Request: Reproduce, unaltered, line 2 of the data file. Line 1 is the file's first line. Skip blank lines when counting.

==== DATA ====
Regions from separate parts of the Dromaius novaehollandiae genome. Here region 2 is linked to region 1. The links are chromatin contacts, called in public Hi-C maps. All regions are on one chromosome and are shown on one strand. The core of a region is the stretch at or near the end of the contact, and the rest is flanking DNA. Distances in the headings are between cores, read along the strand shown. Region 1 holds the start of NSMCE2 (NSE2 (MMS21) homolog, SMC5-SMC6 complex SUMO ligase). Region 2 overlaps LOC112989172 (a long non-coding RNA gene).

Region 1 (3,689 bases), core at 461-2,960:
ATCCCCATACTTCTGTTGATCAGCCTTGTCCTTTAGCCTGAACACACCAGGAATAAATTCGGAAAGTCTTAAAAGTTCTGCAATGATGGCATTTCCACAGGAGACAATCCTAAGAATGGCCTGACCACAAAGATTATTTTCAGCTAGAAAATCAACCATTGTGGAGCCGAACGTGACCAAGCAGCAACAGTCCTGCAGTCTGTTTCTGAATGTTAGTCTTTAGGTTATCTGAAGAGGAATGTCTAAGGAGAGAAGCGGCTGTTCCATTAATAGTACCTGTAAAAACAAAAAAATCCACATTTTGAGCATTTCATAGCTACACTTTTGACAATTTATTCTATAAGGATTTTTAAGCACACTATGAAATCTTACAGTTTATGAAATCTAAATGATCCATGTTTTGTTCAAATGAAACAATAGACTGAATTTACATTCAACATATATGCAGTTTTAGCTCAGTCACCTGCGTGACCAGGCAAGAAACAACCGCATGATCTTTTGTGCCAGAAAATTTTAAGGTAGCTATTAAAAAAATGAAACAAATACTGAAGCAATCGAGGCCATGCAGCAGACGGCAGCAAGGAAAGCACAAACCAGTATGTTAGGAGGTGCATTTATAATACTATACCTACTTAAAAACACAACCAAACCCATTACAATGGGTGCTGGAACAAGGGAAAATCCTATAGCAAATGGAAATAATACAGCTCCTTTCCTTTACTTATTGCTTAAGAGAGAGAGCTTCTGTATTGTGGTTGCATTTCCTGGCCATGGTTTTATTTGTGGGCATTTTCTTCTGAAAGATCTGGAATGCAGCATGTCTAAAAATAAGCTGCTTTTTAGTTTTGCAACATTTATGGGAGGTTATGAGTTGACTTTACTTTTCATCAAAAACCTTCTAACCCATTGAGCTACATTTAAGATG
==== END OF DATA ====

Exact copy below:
Region 1 (3,689 bases), core at 461-2,960: